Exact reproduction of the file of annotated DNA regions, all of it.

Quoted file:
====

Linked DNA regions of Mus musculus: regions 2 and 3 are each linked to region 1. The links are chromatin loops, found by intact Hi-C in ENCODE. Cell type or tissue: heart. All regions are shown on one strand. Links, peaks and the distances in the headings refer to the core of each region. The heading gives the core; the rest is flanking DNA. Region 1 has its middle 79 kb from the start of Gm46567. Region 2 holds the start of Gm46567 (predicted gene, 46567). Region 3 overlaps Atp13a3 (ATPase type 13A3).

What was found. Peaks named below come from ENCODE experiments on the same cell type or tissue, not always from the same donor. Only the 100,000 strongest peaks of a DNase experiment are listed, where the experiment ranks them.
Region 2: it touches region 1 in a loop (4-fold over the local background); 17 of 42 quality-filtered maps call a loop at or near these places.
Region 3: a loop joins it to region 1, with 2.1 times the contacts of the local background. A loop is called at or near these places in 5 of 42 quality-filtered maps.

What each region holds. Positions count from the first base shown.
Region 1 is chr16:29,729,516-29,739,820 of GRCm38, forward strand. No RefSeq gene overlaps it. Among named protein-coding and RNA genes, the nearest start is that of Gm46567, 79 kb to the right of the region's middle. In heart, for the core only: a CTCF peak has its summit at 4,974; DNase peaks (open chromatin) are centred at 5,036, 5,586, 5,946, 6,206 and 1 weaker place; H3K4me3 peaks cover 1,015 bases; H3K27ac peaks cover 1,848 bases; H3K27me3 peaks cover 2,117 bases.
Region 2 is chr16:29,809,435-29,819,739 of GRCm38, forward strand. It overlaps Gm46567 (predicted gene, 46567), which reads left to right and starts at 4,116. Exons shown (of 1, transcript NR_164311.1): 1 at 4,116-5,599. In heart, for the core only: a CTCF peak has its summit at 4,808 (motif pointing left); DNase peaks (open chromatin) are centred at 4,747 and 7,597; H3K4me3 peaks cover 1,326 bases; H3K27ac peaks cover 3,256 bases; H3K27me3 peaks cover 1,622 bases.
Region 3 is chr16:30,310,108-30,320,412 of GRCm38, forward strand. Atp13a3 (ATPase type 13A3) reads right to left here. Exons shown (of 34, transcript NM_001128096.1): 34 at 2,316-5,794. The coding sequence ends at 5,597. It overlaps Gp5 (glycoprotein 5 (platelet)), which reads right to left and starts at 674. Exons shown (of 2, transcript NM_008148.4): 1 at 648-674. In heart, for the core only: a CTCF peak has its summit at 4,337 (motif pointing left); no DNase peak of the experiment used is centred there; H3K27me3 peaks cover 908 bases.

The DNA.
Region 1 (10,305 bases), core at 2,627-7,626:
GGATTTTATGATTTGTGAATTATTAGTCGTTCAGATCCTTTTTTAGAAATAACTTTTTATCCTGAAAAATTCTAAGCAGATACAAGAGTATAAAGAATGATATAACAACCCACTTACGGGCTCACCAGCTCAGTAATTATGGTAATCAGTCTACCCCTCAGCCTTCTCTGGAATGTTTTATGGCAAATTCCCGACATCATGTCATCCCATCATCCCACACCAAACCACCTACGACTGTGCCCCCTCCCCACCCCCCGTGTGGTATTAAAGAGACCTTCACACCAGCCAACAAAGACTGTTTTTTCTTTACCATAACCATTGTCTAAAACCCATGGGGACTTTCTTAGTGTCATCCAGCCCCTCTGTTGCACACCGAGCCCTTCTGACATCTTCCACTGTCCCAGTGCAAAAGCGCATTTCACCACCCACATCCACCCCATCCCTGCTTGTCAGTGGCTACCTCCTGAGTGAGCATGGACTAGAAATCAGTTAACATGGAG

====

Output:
Linked DNA regions of Mus musculus: regions 2 and 3 are each linked to region 1. The links are chromatin loops, found by intact Hi-C in ENCODE. Cell type or tissue: heart. All regions are shown on one strand. Links, peaks and the distances in the headings refer to the core of each region. The heading gives the core; the rest is flanking DNA. Region 1 has its middle 79 kb from the start of Gm46567. Region 2 holds the start of Gm46567 (predicted gene, 46567). Region 3 overlaps Atp13a3 (ATPase type 13A3).

What was found. Peaks named below come from ENCODE experiments on the same cell type or tissue, not always from the same donor. Only the 100,000 strongest peaks of a DNase experiment are listed, where the experiment ranks them.
Region 2: it touches region 1 in a loop (4-fold over the local background); 17 of 42 quality-filtered maps call a loop at or near these places.
Region 3: a loop joins it to region 1, with 2.1 times the contacts of the local background. A loop is called at or near these places in 5 of 42 quality-filtered maps.

What each region holds. Positions count from the first base shown.
Region 1 is chr16:29,729,516-29,739,820 of GRCm38, forward strand. No RefSeq gene overlaps it. Among named protein-coding and RNA genes, the nearest start is that of Gm46567, 79 kb to the right of the region's middle. In heart, for the core only: a CTCF peak has its summit at 4,974; DNase peaks (open chromatin) are centred at 5,036, 5,586, 5,946, 6,206 and 1 weaker place; H3K4me3 peaks cover 1,015 bases; H3K27ac peaks cover 1,848 bases; H3K27me3 peaks cover 2,117 bases.
Region 2 is chr16:29,809,435-29,819,739 of GRCm38, forward strand. It overlaps Gm46567 (predicted gene, 46567), which reads left to right and starts at 4,116. Exons shown (of 1, transcript NR_164311.1): 1 at 4,116-5,599. In heart, for the core only: a CTCF peak has its summit at 4,808 (motif pointing left); DNase peaks (open chromatin) are centred at 4,747 and 7,597; H3K4me3 peaks cover 1,326 bases; H3K27ac peaks cover 3,256 bases; H3K27me3 peaks cover 1,622 bases.
Region 3 is chr16:30,310,108-30,320,412 of GRCm38, forward strand. Atp13a3 (ATPase type 13A3) reads right to left here. Exons shown (of 34, transcript NM_001128096.1): 34 at 2,316-5,794. The coding sequence ends at 5,597. It overlaps Gp5 (glycoprotein 5 (platelet)), which reads right to left and starts at 674. Exons shown (of 2, transcript NM_008148.4): 1 at 648-674. In heart, for the core only: a CTCF peak has its summit at 4,337 (motif pointing left); no DNase peak of the experiment used is centred there; H3K27me3 peaks cover 908 bases.

The DNA.
Region 1 (10,305 bases), core at 2,627-7,626:
GGATTTTATGATTTGTGAATTATTAGTCGTTCAGATCCTTTTTTAGAAATAACTTTTTATCCTGAAAAATTCTAAGCAGATACAAGAGTATAAAGAATGATATAACAACCCACTTACGGGCTCACCAGCTCAGTAATTATGGTAATCAGTCTACCCCTCAGCCTTCTCTGGAATGTTTTATGGCAAATTCCCGACATCATGTCATCCCATCATCCCACACCAAACCACCTACGACTGTGCCCCCTCCCCACCCCCCGTGTGGTATTAAAGAGACCTTCACACCAGCCAACAAAGACTGTTTTTTCTTTACCATAACCATTGTCTAAAACCCATGGGGACTTTCTTAGTGTCATCCAGCCCCTCTGTTGCACACCGAGCCCTTCTGACATCTTCCACTGTCCCAGTGCAAAAGCGCATTTCACCACCCACATCCACCCCATCCCTGCTTGTCAGTGGCTACCTCCTGAGTGAGCATGGACTAGAAATCAGTTAACATGGAG